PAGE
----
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The Debate: The ACC schedule starting in November

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A big change to the schedule will kick off the 2019-20 campaign.

NCAA Basketball Tournament - East Regional - Notre Dame v North Carolina Photo by Streeter Lecka/Getty Images

Last week, The Debate reviewed the football schedule to determine what game(s) was the one to circle on the schedule. This week, the discussion turns back to basketball and the oddity that is opening day in the ACC for 2019. On November 6, the Heels will open up their season with a conference contest against Notre Dame in Chapel Hill. Seems like a good topic to debate, so this week I am joined by Quintin Schwab to take on the subject.

Now, on with the show.

The Debate for the week of May 13: Is the opening game against Notre Dame a positive for Carolina and the ACC?

Point by Quintin: This schedule is ridiculous.

You know what sounds like a good and proper season-opening game for the UNC basketball team? Wofford. Northern Iowa. Even Michigan State. You know what doesn’t? Notre Dame. Especially now that the Fighting Irish are allegedly (correction: in reality) a fellow ACC team, this makes almost no sense at all.

The sense it does make is dollars for the soon-to-launch new ACC Network and accommodating a now 20-game conference schedule. However, that’s about where it ends, as the rather blatant disregard for basketball precedent overwhelms this change. By the way, since the season-opening head-to-head marathon/ACCN debut is a moneymaker on its face, why isn’t the ACC pulling rank and forcing its biggest cash cow Duke out of its obligation in the State Farm Classic to participate?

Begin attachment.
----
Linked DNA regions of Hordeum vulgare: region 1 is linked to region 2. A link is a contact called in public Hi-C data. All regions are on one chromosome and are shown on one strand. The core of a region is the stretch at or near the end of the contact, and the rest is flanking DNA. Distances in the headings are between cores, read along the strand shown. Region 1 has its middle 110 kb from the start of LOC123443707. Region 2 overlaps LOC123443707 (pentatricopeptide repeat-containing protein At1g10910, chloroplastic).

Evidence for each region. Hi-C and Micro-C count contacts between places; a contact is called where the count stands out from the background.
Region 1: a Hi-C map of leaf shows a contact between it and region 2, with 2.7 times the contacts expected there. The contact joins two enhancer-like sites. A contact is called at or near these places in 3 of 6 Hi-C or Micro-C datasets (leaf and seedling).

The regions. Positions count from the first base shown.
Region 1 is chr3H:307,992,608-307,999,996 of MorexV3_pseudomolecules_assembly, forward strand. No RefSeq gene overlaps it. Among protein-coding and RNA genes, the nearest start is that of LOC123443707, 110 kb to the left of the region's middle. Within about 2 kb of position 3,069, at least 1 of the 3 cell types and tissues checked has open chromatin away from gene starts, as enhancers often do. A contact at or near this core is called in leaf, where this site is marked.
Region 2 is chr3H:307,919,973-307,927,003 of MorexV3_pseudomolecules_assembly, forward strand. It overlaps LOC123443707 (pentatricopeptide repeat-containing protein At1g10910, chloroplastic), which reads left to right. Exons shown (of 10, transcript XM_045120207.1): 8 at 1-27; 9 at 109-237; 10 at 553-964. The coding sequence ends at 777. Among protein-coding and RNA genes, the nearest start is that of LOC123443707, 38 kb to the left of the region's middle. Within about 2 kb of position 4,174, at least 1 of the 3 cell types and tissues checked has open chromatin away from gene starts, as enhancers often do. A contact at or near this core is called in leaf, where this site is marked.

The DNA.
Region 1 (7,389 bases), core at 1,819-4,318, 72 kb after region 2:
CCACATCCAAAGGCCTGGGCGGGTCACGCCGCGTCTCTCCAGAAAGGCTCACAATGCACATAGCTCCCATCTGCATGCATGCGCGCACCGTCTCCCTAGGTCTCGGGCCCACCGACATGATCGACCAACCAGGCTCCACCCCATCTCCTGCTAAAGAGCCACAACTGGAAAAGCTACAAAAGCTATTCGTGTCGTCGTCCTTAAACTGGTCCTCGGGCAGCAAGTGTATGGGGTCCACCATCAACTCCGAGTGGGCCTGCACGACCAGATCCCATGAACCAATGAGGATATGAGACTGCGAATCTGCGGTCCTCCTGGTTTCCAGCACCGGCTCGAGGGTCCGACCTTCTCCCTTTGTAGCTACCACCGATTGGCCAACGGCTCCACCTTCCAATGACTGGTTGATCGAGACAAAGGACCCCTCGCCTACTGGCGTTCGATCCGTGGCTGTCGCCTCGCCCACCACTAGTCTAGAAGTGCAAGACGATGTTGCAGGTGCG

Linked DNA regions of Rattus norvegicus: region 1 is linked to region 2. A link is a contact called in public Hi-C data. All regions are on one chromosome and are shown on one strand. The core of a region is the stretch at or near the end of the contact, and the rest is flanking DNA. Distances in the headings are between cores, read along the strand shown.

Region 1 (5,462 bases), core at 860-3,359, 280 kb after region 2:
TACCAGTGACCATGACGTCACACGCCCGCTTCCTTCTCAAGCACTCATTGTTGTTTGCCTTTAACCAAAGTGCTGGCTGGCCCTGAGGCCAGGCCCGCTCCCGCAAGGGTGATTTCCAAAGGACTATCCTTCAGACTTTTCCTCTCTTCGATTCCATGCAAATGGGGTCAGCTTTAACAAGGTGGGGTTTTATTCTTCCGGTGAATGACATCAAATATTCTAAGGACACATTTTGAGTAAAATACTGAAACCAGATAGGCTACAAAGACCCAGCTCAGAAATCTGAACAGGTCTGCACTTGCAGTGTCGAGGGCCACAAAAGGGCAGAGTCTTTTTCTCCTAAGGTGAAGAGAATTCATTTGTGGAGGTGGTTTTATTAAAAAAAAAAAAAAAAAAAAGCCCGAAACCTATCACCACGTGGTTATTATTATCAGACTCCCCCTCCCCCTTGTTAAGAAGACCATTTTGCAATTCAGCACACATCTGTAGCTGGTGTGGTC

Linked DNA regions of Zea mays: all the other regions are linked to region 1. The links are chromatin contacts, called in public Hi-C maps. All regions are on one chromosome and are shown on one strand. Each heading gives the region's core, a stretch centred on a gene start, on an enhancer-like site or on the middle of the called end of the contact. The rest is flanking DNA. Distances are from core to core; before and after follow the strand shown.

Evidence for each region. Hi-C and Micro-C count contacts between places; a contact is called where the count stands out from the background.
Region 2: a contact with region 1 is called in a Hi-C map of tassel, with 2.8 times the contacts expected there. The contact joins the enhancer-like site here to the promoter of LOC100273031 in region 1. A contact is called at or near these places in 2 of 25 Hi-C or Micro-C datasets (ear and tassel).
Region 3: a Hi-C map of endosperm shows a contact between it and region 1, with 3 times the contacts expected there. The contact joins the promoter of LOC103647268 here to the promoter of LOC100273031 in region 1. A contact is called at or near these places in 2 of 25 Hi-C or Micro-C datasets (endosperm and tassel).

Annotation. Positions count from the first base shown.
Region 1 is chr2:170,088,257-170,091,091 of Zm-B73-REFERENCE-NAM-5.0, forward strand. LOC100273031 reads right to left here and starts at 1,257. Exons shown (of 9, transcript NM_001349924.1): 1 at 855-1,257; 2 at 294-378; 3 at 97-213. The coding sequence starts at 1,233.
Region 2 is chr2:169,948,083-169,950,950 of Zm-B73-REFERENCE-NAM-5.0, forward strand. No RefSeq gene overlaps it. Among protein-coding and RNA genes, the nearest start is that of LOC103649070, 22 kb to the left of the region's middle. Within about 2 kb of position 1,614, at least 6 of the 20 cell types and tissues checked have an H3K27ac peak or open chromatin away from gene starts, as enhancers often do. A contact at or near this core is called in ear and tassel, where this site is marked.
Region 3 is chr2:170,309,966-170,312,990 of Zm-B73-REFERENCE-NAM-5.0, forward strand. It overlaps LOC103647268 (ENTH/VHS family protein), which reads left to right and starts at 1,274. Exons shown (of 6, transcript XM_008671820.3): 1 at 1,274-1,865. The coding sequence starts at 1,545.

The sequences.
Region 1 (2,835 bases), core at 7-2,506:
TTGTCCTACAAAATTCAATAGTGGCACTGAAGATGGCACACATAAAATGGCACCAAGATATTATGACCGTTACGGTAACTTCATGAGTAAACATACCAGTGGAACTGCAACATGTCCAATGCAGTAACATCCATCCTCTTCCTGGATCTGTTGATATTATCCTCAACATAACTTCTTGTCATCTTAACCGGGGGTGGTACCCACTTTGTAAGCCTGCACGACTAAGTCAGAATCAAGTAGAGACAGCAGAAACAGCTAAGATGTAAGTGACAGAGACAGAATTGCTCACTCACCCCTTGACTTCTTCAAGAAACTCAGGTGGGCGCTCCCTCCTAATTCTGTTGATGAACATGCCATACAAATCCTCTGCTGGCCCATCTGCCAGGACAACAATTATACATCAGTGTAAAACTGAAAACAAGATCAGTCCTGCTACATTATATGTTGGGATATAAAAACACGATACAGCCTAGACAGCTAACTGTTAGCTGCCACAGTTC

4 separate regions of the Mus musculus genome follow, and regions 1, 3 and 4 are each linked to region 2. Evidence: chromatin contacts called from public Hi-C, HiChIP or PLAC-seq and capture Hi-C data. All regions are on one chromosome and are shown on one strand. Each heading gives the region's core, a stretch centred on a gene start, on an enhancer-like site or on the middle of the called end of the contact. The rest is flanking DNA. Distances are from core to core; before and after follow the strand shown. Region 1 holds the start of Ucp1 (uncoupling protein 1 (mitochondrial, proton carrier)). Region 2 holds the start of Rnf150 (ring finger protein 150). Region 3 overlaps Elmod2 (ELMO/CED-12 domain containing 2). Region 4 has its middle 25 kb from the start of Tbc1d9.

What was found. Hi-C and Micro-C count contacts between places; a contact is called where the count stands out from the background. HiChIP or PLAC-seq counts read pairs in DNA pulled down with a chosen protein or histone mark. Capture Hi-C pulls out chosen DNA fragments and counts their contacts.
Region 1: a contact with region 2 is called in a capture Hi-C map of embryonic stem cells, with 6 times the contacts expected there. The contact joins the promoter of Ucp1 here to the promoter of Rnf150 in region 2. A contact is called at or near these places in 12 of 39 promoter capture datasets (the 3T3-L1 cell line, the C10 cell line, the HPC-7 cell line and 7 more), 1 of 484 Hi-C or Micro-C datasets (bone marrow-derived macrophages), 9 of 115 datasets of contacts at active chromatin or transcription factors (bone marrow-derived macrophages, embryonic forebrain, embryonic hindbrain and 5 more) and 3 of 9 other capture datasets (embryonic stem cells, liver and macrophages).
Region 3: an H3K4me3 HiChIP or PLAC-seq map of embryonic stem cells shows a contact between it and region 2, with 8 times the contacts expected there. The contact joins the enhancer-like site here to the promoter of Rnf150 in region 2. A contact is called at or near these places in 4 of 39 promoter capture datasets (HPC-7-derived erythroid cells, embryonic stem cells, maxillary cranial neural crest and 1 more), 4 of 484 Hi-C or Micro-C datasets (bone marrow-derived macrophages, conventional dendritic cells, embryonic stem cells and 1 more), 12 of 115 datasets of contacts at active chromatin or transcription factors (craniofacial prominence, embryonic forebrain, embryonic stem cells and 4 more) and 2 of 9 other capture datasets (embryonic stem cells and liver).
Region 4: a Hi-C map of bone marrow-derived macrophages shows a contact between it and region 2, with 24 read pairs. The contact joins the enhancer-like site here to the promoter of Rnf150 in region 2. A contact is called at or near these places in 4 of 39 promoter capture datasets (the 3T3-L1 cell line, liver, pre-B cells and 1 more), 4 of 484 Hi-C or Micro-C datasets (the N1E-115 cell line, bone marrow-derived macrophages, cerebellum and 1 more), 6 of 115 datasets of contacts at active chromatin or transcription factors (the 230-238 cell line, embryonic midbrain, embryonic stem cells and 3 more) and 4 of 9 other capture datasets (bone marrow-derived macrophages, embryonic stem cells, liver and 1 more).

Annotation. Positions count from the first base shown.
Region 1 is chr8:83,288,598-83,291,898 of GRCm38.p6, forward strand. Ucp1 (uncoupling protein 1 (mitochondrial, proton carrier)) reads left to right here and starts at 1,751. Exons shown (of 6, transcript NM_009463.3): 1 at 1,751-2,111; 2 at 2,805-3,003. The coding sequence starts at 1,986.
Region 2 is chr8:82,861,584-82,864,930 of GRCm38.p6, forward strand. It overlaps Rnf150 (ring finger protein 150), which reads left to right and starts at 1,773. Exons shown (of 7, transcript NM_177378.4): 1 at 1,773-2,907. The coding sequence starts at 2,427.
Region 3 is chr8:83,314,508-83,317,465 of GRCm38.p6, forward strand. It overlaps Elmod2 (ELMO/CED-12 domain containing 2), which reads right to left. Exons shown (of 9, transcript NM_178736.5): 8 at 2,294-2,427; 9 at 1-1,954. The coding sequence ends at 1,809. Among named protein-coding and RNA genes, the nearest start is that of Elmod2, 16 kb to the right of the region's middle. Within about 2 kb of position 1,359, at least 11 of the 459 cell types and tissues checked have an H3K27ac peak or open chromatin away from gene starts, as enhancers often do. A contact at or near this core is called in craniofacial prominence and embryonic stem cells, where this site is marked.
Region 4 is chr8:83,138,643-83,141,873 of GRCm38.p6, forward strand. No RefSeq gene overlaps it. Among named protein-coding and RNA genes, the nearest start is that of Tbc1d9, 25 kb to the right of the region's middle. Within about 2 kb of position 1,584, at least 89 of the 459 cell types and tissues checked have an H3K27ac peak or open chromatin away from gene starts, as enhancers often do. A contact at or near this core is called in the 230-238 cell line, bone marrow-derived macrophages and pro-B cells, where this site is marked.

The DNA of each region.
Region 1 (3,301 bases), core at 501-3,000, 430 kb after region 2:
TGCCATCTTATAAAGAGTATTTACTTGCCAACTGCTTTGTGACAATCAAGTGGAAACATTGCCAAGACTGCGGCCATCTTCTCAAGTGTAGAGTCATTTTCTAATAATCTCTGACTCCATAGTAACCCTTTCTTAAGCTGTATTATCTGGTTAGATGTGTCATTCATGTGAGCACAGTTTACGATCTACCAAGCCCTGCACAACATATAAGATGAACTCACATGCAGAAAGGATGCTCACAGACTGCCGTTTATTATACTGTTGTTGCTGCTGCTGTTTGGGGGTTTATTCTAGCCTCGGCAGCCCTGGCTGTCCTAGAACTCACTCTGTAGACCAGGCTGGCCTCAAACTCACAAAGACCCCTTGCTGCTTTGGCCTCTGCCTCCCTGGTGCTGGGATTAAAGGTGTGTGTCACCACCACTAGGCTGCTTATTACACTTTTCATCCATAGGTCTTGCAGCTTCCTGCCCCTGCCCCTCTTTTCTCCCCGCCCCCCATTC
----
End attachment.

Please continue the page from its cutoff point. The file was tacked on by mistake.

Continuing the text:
The plainest argument against this slate is that most sports leagues typically aim for a seasonal progression of intrigue and importance and avoid scheduling the higher stakes games early on, particularly right off the bat. They wouldn’t schedule UNC against Duke in this showcase, right? Players and teams want and need some games under their belt before the biggest bouts. I dislike that the NFL regularly schedules division matchups in the first couple weeks of the year, and again, TV dictates a lot of that.

In college basketball, it has always worked: non-conference regular season, then conference regular season, then conference postseason tournament, then national postseason tournament. An exception is the customary late January out-of-conference tilt the Heels played for many years against a team like Connecticut or Arizona, as Duke would do versus St. John’s or Temple (which the Devils might still do?). And conversely, Roy Williams’ first ACC game as Carolina head coach was an epic 119-114 triple-overtime loss to Wake Forest in the Dean Dome on Dec. 19, 2003.

The ACC does schedule a couple of early December conference contests each season (remember BC’s sweet take down of Duke in 2017?). But that’s the point – why not do this thing later? If the network wants to capitalize on a pre-New Year ACC preview type of event (even a round robin over 2-3 days?) as part of an effort to perhaps desperately compete with the gridiron, why don’t they launch as a holiday special? Don’t strangle the very first game.